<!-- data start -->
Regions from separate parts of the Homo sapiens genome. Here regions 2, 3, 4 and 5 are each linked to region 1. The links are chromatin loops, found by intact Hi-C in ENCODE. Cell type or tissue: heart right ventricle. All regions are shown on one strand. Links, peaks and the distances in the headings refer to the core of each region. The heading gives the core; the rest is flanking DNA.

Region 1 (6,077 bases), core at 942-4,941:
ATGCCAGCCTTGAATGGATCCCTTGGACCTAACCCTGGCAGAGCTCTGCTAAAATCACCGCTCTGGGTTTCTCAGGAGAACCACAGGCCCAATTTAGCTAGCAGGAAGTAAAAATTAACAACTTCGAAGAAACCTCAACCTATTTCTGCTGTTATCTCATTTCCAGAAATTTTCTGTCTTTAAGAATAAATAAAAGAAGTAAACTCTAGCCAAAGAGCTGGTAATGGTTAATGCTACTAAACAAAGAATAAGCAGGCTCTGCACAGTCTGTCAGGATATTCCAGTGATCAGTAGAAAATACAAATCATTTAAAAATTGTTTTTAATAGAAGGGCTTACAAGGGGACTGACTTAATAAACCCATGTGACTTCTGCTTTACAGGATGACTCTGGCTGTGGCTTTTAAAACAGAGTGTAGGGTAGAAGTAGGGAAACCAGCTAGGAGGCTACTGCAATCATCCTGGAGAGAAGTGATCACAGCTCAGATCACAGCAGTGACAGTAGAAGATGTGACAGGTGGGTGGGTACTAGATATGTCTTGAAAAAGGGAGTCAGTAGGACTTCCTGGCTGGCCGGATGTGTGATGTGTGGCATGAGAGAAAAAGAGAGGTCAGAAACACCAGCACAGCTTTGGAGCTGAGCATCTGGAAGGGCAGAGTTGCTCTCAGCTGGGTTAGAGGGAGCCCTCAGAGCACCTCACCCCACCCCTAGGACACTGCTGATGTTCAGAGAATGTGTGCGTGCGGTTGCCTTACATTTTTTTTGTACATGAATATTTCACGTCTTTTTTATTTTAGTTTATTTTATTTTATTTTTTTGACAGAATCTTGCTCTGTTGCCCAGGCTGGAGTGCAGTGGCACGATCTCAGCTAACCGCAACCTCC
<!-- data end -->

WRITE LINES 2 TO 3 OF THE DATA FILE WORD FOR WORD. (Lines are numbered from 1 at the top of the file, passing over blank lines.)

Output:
Region 1 (6,077 bases), core at 942-4,941:
ATGCCAGCCTTGAATGGATCCCTTGGACCTAACCCTGGCAGAGCTCTGCTAAAATCACCGCTCTGGGTTTCTCAGGAGAACCACAGGCCCAATTTAGCTAGCAGGAAGTAAAAATTAACAACTTCGAAGAAACCTCAACCTATTTCTGCTGTTATCTCATTTCCAGAAATTTTCTGTCTTTAAGAATAAATAAAAGAAGTAAACTCTAGCCAAAGAGCTGGTAATGGTTAATGCTACTAAACAAAGAATAAGCAGGCTCTGCACAGTCTGTCAGGATATTCCAGTGATCAGTAGAAAATACAAATCATTTAAAAATTGTTTTTAATAGAAGGGCTTACAAGGGGACTGACTTAATAAACCCATGTGACTTCTGCTTTACAGGATGACTCTGGCTGTGGCTTTTAAAACAGAGTGTAGGGTAGAAGTAGGGAAACCAGCTAGGAGGCTACTGCAATCATCCTGGAGAGAAGTGATCACAGCTCAGATCACAGCAGTGACAGTAGAAGATGTGACAGGTGGGTGGGTACTAGATATGTCTTGAAAAAGGGAGTCAGTAGGACTTCCTGGCTGGCCGGATGTGTGATGTGTGGCATGAGAGAAAAAGAGAGGTCAGAAACACCAGCACAGCTTTGGAGCTGAGCATCTGGAAGGGCAGAGTTGCTCTCAGCTGGGTTAGAGGGAGCCCTCAGAGCACCTCACCCCACCCCTAGGACACTGCTGATGTTCAGAGAATGTGTGCGTGCGGTTGCCTTACATTTTTTTTGTACATGAATATTTCACGTCTTTTTTATTTTAGTTTATTTTATTTTATTTTTTTGACAGAATCTTGCTCTGTTGCCCAGGCTGGAGTGCAGTGGCACGATCTCAGCTAACCGCAACCTCC